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The Ethnic Conflict Research Digest

1999, Vol. 2 No. 1 .

The International Spread of Ethnic Conflict
Edited by David A. Lake and Donald Rothchild

(Princeton, NJ: Princeton University Press, 1998)
392pp. Index. Bibl. ISBN 0-691-01691-7.
Pb.: 0-691-01690-9, 14.95.

Since Barry Posen's seminal article in the journal Survival in 1993, many scholars have introduced concepts from neorealist international relations theory into the study of ethnic conflicts. Lake and Rothchild's edited volume serves as an important bridge between the two fields and a contribution to both. The contents center around (but are not beholden to) the editors' introductory chapter which posits that the underlying dynamic of ethnic conflicts is a collective fear of the future. These fears produce and are exacerbated by a number of strategic dilemmas which form between groups: information failures, commitment problems, and the security dilemma. At the same time, sincere nationalists and self-interested political entrepreneurs reinforce them. According to the editors: "these between-group and within-group strategic interactions produce a toxic brew of distrust and suspicion that can explode into murderous violence, even the systematic slaughter of one people by another." [4] The second theme of the book is the process by which ethnic conflicts spread across state borders either by sparking new ethnic conflicts or by bringing third parties into the conflict.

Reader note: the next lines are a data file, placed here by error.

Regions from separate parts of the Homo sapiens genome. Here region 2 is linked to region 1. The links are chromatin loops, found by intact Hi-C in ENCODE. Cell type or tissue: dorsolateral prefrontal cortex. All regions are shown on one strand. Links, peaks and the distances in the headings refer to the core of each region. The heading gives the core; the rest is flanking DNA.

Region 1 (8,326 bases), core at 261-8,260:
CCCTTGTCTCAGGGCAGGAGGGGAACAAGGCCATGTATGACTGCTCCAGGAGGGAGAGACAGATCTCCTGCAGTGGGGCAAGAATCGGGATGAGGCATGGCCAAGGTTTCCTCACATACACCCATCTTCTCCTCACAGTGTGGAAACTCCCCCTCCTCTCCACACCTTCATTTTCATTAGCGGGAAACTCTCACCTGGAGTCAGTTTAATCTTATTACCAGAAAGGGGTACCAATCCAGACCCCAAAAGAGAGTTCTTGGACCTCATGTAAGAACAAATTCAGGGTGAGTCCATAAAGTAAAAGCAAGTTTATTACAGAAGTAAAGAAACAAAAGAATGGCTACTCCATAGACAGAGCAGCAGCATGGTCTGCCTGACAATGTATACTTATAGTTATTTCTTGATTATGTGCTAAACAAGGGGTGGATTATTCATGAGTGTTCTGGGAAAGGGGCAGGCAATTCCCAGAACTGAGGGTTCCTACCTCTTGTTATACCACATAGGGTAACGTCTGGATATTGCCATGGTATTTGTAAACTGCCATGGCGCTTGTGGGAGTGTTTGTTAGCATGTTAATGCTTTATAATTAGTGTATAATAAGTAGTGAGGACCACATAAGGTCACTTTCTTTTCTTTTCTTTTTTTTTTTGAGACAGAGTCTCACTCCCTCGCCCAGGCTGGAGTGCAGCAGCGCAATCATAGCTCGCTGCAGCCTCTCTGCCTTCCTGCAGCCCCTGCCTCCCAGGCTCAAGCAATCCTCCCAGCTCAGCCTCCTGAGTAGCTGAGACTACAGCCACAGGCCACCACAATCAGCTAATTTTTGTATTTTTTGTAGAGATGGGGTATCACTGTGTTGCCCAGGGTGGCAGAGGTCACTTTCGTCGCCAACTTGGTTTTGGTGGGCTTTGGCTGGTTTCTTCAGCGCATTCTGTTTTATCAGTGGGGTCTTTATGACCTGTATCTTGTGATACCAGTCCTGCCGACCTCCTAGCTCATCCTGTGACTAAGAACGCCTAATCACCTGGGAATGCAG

By framing the subsequent articles, the Lake and Rothchild piece provides a coherence often lacking in other edited volumes: for the most part they are debating and expanding upon the same issues, even if they do not agree with each other. The downside, however, is that there is some redundancy; though not enough to detract from the overall caliber of the book.

Lake and Rothchild begin with their argument and a useful review of the field. Part Two provides a largely quantitative examination of the spread of ethnic conflict. (Because of the emphasis on quantitative analysis, these chapters might be inappropriate for undergraduate students.) Part Three focuses on factors which limit the spread of ethnic conflict. Part Four searches for ways that transnational ethnic conflict can be managed. Finally, the editors summarize the findings of the book and identify practical suggestions for preventing ethnic conflicts in the future.

Although overall this is an excellent volume, the quality and readability of the articles is somewhat uneven; the Lake and Rothchild's articles, James Fearon's contribution on 'commitment problems', Paula Garb's examination of ethnic identities in the Caucasus, and Krasner and Froats' historical account of minority rights, standing out as among the best.

In short, this book is highly recommended for its attention to theory, its logical progression, and the quality of its articles.

Thomas Ambrosio, Virginia University

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